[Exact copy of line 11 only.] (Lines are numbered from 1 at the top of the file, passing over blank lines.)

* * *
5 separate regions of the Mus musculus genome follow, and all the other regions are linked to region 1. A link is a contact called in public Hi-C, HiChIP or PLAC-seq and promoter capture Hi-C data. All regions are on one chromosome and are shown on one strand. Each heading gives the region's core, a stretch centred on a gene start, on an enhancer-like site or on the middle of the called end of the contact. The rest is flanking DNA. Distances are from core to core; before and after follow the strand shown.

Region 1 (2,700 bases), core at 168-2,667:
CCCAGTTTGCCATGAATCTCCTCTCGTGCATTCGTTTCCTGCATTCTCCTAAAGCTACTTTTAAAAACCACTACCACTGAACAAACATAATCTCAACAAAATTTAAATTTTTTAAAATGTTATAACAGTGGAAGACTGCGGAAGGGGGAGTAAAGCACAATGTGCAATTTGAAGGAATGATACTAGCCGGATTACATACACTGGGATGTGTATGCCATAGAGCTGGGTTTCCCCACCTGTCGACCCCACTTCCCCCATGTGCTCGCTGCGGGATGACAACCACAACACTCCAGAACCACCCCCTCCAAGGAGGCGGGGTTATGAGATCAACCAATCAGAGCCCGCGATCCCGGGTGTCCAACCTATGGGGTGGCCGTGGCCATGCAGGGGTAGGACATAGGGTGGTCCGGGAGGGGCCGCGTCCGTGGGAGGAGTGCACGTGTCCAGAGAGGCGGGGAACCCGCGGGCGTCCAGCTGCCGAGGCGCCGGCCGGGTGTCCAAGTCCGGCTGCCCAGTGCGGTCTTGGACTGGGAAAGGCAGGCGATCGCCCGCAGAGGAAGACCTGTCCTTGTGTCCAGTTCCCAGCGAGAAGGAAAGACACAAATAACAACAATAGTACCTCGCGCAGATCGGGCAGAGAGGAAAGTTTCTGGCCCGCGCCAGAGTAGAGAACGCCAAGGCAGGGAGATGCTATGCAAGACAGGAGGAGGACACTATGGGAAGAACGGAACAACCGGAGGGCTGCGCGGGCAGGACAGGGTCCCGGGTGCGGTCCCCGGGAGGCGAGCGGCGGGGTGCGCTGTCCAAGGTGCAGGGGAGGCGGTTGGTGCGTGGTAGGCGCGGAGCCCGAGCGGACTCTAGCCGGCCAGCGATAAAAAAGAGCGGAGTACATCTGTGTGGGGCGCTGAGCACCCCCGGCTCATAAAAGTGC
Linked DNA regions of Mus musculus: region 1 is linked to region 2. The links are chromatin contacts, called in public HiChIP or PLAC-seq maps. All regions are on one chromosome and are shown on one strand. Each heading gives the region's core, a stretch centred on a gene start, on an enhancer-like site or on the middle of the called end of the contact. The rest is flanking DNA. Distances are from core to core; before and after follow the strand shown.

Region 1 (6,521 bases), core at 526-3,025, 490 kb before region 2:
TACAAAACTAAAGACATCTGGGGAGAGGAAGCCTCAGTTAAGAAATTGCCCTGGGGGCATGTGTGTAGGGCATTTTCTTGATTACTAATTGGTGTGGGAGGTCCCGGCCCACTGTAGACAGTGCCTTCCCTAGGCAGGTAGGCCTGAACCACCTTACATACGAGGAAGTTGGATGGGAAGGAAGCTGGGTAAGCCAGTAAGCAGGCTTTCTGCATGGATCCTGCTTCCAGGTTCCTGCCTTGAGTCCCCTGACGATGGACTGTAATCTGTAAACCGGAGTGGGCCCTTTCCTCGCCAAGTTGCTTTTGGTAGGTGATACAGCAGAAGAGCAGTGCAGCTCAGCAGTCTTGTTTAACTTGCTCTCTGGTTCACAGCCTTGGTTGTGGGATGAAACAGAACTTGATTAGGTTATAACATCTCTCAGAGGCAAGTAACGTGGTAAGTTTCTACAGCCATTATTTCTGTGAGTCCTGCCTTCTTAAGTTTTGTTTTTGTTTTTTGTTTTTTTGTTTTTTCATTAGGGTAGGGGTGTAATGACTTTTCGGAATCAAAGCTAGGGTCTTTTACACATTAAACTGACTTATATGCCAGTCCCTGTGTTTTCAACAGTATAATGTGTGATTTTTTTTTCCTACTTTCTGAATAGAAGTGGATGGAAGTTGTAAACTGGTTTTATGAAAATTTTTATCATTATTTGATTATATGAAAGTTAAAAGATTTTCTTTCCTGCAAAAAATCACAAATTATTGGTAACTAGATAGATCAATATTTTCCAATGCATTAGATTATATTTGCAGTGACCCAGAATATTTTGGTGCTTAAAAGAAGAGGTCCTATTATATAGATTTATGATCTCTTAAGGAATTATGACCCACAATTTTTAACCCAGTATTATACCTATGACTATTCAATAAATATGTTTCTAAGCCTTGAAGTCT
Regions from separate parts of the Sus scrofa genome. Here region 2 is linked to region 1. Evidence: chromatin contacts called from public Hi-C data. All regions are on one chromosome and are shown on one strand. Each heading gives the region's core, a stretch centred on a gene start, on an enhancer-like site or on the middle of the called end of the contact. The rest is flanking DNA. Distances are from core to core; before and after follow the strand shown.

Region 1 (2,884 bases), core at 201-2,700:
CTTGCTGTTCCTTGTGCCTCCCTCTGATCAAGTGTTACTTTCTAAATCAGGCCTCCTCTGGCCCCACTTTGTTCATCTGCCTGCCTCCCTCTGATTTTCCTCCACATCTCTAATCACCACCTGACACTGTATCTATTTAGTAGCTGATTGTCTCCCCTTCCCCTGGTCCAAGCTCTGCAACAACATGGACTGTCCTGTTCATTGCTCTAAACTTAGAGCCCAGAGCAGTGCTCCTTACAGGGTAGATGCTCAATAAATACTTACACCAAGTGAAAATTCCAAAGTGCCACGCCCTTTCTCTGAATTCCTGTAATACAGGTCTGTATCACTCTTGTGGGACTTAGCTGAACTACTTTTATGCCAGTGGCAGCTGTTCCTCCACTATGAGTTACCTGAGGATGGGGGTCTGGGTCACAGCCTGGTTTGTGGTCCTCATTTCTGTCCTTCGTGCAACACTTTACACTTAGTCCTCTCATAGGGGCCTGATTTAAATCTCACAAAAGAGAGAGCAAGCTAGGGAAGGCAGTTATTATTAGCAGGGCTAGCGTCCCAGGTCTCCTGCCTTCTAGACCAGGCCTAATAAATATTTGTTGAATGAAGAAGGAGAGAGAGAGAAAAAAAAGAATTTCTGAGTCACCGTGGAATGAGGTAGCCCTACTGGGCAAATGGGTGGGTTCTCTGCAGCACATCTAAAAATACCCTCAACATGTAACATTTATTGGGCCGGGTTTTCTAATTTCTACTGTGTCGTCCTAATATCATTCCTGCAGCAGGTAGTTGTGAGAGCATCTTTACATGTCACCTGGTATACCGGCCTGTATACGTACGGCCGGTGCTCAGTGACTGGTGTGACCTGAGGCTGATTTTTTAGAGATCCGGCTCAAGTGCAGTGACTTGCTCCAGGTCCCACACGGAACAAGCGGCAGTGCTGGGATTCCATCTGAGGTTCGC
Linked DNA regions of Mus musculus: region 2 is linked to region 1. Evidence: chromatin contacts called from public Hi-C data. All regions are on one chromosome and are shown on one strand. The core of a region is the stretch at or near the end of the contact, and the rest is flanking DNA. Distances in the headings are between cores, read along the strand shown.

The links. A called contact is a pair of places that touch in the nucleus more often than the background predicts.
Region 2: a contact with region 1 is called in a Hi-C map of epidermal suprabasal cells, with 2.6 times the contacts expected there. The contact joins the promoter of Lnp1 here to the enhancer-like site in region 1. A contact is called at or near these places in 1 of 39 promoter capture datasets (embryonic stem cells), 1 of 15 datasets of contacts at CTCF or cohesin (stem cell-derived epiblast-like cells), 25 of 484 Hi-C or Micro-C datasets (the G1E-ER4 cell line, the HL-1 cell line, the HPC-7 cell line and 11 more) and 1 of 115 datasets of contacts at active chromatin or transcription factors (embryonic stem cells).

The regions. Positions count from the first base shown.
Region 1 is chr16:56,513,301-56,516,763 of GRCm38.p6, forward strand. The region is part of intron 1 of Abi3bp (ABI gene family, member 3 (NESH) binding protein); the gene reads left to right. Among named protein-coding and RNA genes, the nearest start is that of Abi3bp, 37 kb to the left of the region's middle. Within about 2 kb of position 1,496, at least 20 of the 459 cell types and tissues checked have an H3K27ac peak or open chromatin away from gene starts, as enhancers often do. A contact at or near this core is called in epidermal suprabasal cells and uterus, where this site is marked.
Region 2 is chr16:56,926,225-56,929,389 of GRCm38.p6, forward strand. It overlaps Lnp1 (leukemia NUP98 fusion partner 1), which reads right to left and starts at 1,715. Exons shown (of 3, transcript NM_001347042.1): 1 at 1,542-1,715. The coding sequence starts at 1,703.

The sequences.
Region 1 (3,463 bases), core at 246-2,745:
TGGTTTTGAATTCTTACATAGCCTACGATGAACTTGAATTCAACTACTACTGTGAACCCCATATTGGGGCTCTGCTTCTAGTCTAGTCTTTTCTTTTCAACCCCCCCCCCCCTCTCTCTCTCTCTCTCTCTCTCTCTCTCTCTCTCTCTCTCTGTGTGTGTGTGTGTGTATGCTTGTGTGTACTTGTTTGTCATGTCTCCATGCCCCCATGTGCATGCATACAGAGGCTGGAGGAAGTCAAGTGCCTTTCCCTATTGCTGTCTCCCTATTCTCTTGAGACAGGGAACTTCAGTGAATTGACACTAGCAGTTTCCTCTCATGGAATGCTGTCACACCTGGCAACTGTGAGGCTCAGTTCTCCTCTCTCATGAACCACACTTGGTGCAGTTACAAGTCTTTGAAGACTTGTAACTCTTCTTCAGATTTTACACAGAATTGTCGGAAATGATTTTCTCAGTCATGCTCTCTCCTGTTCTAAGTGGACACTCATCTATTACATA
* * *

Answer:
The links. A called contact is a pair of places that touch in the nucleus more often than the background predicts.